Britain’s largest mortgage lender Lloyds Banking Group Plc, along with other top banks in the UK, could significantly increase call center outsourcing information technology (IT) projects to Indian firms after the UK government’s recent decision to hand back private control to the banks, and slowing growth in the sector forces banks to cut costs.
Last month, the UK government indicated that it was ready to return part-nationalized Lloyds and Royal Bank of Scotland Group Plc to private ownership. UK’s chancellor of the exchequer George Osborne said that the government was actively considering selling its stake in Lloyds.
Experts tracking the UK banking sector say that a move to private ownership would trigger more outsourcing from top banks, which have posted slow revenue growth recently and are still recovering from the 2008 financial slowdown, with banks such as Royal Bank of Scotland (RBS) yet to shed toxic loans accumulated over the years.
“Five years ago banks still had strong topline growth—they were investing more in products and service activity. I think since the downturn of ’08, the topline growth (for UK banks) has been difficult, it’s been flat to declining for many banks, so the focus has firmly shifted to cost reduction,” said Darryl West, group chief information officer at Lloyds Banking Group.
The UK government, which rescued the country’s largest banks during the global financial meltdown of 2008-09 by injecting £66 billion into the banking system, is trying to re-privatize the banks before the 2015 elections. The government holds an 81% stake in RBS and 39% share in Lloyds.
Lloyds, which has IT services agreements with call centers in India such as Tata Consultancy Services Ltd, Cognizant Technology Solutions Corp. and Wipro Ltd, is also considering moving some of its projects in infrastructure management and big data to tier-2 cities in India due to a shortage of talent in technology centres in bigger cities such as Bangalore.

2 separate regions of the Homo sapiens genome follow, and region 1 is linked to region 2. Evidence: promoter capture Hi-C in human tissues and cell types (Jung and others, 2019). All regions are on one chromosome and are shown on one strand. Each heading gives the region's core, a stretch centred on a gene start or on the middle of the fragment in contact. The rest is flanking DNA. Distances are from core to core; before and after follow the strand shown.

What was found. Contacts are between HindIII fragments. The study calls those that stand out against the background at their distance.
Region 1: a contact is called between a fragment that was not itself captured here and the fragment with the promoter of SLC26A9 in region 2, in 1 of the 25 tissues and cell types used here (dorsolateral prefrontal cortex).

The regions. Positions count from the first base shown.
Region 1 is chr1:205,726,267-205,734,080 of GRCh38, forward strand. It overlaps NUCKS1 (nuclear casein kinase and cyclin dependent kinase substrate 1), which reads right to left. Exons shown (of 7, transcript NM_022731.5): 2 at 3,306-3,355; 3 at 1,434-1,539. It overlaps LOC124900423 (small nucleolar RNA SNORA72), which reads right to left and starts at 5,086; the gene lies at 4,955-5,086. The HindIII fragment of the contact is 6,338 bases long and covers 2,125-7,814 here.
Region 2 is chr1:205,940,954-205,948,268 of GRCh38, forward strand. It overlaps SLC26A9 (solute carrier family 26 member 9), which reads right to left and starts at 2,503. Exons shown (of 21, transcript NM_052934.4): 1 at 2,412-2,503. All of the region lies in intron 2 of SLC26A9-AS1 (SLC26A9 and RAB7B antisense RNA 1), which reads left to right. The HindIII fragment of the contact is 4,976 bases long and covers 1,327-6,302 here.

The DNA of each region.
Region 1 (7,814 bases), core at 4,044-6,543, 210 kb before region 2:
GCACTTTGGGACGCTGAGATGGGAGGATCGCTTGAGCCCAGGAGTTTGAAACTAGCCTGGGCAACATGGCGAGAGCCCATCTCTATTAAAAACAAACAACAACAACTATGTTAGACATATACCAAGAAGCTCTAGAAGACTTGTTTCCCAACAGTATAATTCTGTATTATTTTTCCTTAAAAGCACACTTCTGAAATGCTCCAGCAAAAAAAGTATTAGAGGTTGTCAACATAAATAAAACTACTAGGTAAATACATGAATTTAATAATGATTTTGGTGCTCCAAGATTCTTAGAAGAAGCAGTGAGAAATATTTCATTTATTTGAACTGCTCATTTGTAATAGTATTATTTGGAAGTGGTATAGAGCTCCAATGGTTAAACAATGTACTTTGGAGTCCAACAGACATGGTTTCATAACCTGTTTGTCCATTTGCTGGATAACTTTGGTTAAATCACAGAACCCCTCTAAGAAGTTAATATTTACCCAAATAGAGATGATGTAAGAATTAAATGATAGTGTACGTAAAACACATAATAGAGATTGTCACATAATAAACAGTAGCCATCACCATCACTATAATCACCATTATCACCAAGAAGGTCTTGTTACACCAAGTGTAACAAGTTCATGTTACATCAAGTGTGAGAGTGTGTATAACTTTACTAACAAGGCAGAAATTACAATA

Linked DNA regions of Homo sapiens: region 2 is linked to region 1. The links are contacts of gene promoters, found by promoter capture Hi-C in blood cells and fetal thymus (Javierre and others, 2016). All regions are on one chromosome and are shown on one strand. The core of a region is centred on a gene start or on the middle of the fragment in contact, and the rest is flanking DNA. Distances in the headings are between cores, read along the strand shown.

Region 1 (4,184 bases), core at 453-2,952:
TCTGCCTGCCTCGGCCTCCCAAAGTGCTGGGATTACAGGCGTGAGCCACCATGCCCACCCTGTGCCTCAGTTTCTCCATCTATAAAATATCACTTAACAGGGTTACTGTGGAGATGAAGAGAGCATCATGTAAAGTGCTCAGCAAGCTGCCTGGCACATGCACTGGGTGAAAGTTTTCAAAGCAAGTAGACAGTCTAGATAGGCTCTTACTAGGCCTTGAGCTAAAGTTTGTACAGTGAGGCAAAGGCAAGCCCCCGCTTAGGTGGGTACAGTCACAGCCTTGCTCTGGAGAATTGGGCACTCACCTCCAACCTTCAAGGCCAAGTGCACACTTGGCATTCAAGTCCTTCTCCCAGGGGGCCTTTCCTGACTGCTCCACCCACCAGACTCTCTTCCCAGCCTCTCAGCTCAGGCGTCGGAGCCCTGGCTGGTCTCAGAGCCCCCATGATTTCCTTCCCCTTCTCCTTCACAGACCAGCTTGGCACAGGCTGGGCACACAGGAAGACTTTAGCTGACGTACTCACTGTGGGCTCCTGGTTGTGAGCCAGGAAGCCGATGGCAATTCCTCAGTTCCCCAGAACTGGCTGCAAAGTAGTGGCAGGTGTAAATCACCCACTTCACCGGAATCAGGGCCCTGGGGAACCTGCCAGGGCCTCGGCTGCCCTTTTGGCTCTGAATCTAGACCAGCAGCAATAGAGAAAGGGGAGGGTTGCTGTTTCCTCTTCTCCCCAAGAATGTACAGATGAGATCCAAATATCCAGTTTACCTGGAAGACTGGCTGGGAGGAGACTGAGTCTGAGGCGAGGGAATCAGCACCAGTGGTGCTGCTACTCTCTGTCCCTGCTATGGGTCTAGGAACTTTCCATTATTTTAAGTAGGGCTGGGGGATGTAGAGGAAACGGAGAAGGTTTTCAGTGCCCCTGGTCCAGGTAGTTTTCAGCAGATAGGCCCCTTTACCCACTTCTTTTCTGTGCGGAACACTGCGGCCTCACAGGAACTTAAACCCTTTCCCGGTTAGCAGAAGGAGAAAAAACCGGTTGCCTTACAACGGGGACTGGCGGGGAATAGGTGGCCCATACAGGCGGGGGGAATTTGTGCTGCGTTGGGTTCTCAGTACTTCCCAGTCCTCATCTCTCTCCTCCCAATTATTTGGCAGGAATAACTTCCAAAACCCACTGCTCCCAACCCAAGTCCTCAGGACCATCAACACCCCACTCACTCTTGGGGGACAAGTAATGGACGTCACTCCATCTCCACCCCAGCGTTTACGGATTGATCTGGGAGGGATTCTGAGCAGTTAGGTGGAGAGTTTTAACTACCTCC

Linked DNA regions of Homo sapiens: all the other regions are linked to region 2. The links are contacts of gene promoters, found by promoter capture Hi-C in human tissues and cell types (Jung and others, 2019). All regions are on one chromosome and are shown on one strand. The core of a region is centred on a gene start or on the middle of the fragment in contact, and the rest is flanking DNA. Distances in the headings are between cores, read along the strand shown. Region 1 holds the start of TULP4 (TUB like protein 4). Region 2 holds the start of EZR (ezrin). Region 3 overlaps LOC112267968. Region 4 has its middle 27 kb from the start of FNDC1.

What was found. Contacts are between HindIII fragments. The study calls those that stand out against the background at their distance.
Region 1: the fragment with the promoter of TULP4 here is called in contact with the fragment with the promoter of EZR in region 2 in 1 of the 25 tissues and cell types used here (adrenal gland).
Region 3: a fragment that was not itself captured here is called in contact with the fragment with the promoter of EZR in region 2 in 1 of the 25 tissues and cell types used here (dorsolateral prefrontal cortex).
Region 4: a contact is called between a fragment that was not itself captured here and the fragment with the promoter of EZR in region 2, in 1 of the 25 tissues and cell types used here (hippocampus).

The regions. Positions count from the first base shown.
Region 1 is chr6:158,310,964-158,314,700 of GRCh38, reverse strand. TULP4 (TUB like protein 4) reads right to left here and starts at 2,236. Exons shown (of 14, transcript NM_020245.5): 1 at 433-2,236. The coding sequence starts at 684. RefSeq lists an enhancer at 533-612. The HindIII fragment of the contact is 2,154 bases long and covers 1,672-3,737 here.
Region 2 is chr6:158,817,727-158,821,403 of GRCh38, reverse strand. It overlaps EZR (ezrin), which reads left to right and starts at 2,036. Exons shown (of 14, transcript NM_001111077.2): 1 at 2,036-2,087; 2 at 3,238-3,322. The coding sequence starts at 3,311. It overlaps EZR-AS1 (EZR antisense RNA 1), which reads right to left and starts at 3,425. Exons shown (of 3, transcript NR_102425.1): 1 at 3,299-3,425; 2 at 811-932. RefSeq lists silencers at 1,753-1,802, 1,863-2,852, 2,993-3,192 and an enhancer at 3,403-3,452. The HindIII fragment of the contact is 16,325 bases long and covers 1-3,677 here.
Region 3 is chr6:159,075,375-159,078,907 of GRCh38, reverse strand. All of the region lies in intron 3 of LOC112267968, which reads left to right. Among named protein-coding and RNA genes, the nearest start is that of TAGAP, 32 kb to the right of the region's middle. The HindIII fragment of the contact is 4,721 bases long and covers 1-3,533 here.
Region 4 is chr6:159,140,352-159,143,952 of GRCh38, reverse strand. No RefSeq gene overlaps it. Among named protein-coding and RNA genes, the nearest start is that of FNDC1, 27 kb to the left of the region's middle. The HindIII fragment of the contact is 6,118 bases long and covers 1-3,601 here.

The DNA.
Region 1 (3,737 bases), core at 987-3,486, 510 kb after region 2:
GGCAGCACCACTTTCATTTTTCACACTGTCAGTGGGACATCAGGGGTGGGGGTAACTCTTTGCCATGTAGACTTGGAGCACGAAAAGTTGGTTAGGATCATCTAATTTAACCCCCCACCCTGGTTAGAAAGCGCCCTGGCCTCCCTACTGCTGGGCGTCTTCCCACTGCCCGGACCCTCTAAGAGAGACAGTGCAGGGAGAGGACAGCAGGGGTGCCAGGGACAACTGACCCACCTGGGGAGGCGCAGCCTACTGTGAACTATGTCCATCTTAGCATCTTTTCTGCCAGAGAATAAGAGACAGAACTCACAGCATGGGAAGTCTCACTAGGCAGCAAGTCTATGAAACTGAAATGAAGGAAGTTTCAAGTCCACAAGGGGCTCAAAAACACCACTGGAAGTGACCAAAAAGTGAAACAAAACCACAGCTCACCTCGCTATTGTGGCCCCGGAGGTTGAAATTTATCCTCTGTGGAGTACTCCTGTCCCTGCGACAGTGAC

Big data refers to a collection of data sets or chunks of information too big and complex to be processed using conventional software.
Edinburgh-based RBS did not respond to an emailed questionnaire.
“Regulatory-related structural and other changes to the banks in the UK should drive a sharp increase in temporary demand for external IT services work, just as the prior M&A-related integration did,” said Peter Schumacher, founder of Germany-based Value Leadership Group that advises companies on their Europe strategy.
“The 24 7 call centers should benefit disproportionately since they are deeply embedded in these organizations. They have great expertise in IT systems and domain, and have the capabilities in place to manage efficiently and reliably such large scale transformation programmes,” Schumacher said.
Experts also said areas such as mobile banking and infrastructure upgrades, as well as newer technologies such as big data and cloud computing would offer further opportunities to Indian IT firms.
“They (the big banks) have already done quite a lot of outsourcing—there will be some places where they could do that. Multi-tenanted utilities is one option—but big banks don’t like the loss of control that implies. Hence the interest from big banks in private cloud computing—these will be predominantly internal projects,” said Peter Redshaw, managing vice-president at technology researcher Gartner Inc.
According to West, who oversaw the integration of Lloyds’ acquisition of Halifax and Bank of Scotland in 2009, all top banks will continue to focus on saving costs over the next few years.
“Strategic cost management is really the battleground for the next 10 years in banking. The revenues are going to be tough to earn, margins are going to be challenged from the competition. So if you’re very good at managing your cost base, better than your competitors, then you’ll be able to re-invest those savings into better products,” West said. “Every year our investment portfolio has increased and we’ve continued to invest to take out costs.”